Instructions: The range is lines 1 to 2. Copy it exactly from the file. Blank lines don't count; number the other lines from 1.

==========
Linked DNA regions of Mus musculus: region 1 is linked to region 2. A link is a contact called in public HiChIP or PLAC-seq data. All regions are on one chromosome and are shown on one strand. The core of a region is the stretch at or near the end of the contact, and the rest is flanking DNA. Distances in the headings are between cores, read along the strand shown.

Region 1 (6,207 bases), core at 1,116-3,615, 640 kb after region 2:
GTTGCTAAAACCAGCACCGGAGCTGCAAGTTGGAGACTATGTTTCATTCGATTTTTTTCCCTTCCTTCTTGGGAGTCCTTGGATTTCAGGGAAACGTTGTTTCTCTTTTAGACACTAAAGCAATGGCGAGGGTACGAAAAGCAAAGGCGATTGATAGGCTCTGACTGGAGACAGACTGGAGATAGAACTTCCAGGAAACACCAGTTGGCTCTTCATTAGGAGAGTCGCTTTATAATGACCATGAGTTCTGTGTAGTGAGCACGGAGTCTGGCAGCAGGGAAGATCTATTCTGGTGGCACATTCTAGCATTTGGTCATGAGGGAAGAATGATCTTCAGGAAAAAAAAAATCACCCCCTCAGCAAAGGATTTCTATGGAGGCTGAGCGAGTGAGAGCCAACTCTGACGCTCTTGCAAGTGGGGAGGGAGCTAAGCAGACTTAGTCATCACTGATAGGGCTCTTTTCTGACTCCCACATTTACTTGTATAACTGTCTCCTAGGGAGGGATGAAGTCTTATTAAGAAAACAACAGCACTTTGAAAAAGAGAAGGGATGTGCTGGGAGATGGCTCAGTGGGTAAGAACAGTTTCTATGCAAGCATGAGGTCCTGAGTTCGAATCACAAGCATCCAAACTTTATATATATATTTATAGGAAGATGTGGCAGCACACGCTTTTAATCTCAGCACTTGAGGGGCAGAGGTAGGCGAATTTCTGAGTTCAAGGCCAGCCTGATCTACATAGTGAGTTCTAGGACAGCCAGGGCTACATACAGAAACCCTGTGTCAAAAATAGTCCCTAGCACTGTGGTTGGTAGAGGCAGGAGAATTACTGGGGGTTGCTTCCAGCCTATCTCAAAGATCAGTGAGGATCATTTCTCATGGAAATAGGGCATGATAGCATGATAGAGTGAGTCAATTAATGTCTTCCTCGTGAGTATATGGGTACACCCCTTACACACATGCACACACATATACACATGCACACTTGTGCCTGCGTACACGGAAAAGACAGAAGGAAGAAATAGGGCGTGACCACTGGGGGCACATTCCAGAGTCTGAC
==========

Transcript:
Linked DNA regions of Mus musculus: region 1 is linked to region 2. A link is a contact called in public HiChIP or PLAC-seq data. All regions are on one chromosome and are shown on one strand. The core of a region is the stretch at or near the end of the contact, and the rest is flanking DNA. Distances in the headings are between cores, read along the strand shown.

Region 1 (6,207 bases), core at 1,116-3,615, 640 kb after region 2: